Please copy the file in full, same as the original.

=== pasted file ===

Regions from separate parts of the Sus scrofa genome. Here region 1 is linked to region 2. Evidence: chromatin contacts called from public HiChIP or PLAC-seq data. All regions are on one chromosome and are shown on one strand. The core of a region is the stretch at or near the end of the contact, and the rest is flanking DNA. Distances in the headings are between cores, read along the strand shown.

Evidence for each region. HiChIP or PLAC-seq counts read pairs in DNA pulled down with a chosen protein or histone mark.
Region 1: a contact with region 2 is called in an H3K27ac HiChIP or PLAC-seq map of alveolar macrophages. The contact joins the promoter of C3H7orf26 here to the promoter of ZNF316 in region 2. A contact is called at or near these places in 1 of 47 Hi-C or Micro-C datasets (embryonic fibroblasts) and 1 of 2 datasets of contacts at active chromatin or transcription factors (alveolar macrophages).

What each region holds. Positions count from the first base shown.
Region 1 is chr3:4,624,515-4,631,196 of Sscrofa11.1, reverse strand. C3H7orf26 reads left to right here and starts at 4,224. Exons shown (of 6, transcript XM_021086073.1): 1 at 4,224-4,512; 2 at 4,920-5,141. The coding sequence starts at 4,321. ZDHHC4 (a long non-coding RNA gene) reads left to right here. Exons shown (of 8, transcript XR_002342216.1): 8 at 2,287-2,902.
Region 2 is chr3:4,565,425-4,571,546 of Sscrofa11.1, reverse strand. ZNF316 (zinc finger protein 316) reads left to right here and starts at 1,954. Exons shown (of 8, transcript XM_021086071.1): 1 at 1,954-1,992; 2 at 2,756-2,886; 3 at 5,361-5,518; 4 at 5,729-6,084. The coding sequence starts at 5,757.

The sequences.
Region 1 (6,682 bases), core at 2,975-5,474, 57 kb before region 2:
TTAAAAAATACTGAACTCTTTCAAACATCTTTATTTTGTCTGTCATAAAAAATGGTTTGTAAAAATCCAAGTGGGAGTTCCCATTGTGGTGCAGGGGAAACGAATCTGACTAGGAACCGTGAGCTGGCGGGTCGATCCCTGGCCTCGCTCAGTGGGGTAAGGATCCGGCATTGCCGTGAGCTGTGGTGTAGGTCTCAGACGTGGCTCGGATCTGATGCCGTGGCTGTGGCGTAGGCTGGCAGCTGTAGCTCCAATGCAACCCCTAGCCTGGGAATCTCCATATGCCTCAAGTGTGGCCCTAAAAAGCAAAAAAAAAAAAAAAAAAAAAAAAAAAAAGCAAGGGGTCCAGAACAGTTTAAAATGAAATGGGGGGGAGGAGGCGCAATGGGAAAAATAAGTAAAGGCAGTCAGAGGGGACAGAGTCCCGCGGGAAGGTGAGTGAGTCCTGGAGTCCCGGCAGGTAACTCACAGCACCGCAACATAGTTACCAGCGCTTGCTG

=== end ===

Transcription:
Regions from separate parts of the Sus scrofa genome. Here region 1 is linked to region 2. Evidence: chromatin contacts called from public HiChIP or PLAC-seq data. All regions are on one chromosome and are shown on one strand. The core of a region is the stretch at or near the end of the contact, and the rest is flanking DNA. Distances in the headings are between cores, read along the strand shown.

Evidence for each region. HiChIP or PLAC-seq counts read pairs in DNA pulled down with a chosen protein or histone mark.
Region 1: a contact with region 2 is called in an H3K27ac HiChIP or PLAC-seq map of alveolar macrophages. The contact joins the promoter of C3H7orf26 here to the promoter of ZNF316 in region 2. A contact is called at or near these places in 1 of 47 Hi-C or Micro-C datasets (embryonic fibroblasts) and 1 of 2 datasets of contacts at active chromatin or transcription factors (alveolar macrophages).

What each region holds. Positions count from the first base shown.
Region 1 is chr3:4,624,515-4,631,196 of Sscrofa11.1, reverse strand. C3H7orf26 reads left to right here and starts at 4,224. Exons shown (of 6, transcript XM_021086073.1): 1 at 4,224-4,512; 2 at 4,920-5,141. The coding sequence starts at 4,321. ZDHHC4 (a long non-coding RNA gene) reads left to right here. Exons shown (of 8, transcript XR_002342216.1): 8 at 2,287-2,902.
Region 2 is chr3:4,565,425-4,571,546 of Sscrofa11.1, reverse strand. ZNF316 (zinc finger protein 316) reads left to right here and starts at 1,954. Exons shown (of 8, transcript XM_021086071.1): 1 at 1,954-1,992; 2 at 2,756-2,886; 3 at 5,361-5,518; 4 at 5,729-6,084. The coding sequence starts at 5,757.

The sequences.
Region 1 (6,682 bases), core at 2,975-5,474, 57 kb before region 2:
TTAAAAAATACTGAACTCTTTCAAACATCTTTATTTTGTCTGTCATAAAAAATGGTTTGTAAAAATCCAAGTGGGAGTTCCCATTGTGGTGCAGGGGAAACGAATCTGACTAGGAACCGTGAGCTGGCGGGTCGATCCCTGGCCTCGCTCAGTGGGGTAAGGATCCGGCATTGCCGTGAGCTGTGGTGTAGGTCTCAGACGTGGCTCGGATCTGATGCCGTGGCTGTGGCGTAGGCTGGCAGCTGTAGCTCCAATGCAACCCCTAGCCTGGGAATCTCCATATGCCTCAAGTGTGGCCCTAAAAAGCAAAAAAAAAAAAAAAAAAAAAAAAAAAAAGCAAGGGGTCCAGAACAGTTTAAAATGAAATGGGGGGGAGGAGGCGCAATGGGAAAAATAAGTAAAGGCAGTCAGAGGGGACAGAGTCCCGCGGGAAGGTGAGTGAGTCCTGGAGTCCCGGCAGGTAACTCACAGCACCGCAACATAGTTACCAGCGCTTGCTG